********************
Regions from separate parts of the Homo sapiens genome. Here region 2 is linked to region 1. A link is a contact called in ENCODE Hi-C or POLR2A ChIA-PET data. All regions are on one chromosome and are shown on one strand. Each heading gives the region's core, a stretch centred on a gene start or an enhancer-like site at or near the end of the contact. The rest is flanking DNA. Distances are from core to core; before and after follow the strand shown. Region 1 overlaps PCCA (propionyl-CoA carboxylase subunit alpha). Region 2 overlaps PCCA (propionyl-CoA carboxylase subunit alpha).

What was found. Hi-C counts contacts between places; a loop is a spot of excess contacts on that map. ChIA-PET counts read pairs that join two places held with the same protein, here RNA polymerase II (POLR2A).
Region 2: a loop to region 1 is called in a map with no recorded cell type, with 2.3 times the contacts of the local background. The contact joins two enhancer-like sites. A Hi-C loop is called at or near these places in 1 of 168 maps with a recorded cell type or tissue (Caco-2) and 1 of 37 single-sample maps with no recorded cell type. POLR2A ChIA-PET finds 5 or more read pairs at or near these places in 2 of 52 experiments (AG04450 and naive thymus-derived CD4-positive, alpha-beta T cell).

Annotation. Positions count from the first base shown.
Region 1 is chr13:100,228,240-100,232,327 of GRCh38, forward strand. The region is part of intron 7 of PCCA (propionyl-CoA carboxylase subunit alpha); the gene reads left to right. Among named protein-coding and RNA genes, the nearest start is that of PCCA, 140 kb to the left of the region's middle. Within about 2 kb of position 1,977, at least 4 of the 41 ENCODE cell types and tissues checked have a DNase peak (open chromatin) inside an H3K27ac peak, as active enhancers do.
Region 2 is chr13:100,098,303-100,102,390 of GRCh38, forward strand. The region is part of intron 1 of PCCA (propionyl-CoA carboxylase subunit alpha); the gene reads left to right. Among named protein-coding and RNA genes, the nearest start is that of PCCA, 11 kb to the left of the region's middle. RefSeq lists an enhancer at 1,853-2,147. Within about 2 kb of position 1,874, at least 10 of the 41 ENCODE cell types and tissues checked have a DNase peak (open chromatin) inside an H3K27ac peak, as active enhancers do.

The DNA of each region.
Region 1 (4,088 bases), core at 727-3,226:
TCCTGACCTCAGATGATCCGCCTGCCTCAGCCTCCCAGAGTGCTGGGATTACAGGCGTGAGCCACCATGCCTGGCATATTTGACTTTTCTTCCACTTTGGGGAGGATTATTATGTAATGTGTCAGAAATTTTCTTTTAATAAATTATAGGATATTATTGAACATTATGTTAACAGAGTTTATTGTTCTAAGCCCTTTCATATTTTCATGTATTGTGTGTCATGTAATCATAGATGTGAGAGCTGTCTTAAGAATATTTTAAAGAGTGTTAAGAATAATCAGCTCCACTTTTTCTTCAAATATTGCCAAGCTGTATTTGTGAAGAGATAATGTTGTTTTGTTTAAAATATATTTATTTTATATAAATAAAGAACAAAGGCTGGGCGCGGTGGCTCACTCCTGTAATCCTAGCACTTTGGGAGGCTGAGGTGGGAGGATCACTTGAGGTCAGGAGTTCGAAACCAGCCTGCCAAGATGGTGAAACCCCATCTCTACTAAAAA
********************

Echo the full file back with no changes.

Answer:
Regions from separate parts of the Homo sapiens genome. Here region 2 is linked to region 1. A link is a contact called in ENCODE Hi-C or POLR2A ChIA-PET data. All regions are on one chromosome and are shown on one strand. Each heading gives the region's core, a stretch centred on a gene start or an enhancer-like site at or near the end of the contact. The rest is flanking DNA. Distances are from core to core; before and after follow the strand shown. Region 1 overlaps PCCA (propionyl-CoA carboxylase subunit alpha). Region 2 overlaps PCCA (propionyl-CoA carboxylase subunit alpha).

What was found. Hi-C counts contacts between places; a loop is a spot of excess contacts on that map. ChIA-PET counts read pairs that join two places held with the same protein, here RNA polymerase II (POLR2A).
Region 2: a loop to region 1 is called in a map with no recorded cell type, with 2.3 times the contacts of the local background. The contact joins two enhancer-like sites. A Hi-C loop is called at or near these places in 1 of 168 maps with a recorded cell type or tissue (Caco-2) and 1 of 37 single-sample maps with no recorded cell type. POLR2A ChIA-PET finds 5 or more read pairs at or near these places in 2 of 52 experiments (AG04450 and naive thymus-derived CD4-positive, alpha-beta T cell).

Annotation. Positions count from the first base shown.
Region 1 is chr13:100,228,240-100,232,327 of GRCh38, forward strand. The region is part of intron 7 of PCCA (propionyl-CoA carboxylase subunit alpha); the gene reads left to right. Among named protein-coding and RNA genes, the nearest start is that of PCCA, 140 kb to the left of the region's middle. Within about 2 kb of position 1,977, at least 4 of the 41 ENCODE cell types and tissues checked have a DNase peak (open chromatin) inside an H3K27ac peak, as active enhancers do.
Region 2 is chr13:100,098,303-100,102,390 of GRCh38, forward strand. The region is part of intron 1 of PCCA (propionyl-CoA carboxylase subunit alpha); the gene reads left to right. Among named protein-coding and RNA genes, the nearest start is that of PCCA, 11 kb to the left of the region's middle. RefSeq lists an enhancer at 1,853-2,147. Within about 2 kb of position 1,874, at least 10 of the 41 ENCODE cell types and tissues checked have a DNase peak (open chromatin) inside an H3K27ac peak, as active enhancers do.

The DNA of each region.
Region 1 (4,088 bases), core at 727-3,226:
TCCTGACCTCAGATGATCCGCCTGCCTCAGCCTCCCAGAGTGCTGGGATTACAGGCGTGAGCCACCATGCCTGGCATATTTGACTTTTCTTCCACTTTGGGGAGGATTATTATGTAATGTGTCAGAAATTTTCTTTTAATAAATTATAGGATATTATTGAACATTATGTTAACAGAGTTTATTGTTCTAAGCCCTTTCATATTTTCATGTATTGTGTGTCATGTAATCATAGATGTGAGAGCTGTCTTAAGAATATTTTAAAGAGTGTTAAGAATAATCAGCTCCACTTTTTCTTCAAATATTGCCAAGCTGTATTTGTGAAGAGATAATGTTGTTTTGTTTAAAATATATTTATTTTATATAAATAAAGAACAAAGGCTGGGCGCGGTGGCTCACTCCTGTAATCCTAGCACTTTGGGAGGCTGAGGTGGGAGGATCACTTGAGGTCAGGAGTTCGAAACCAGCCTGCCAAGATGGTGAAACCCCATCTCTACTAAAAA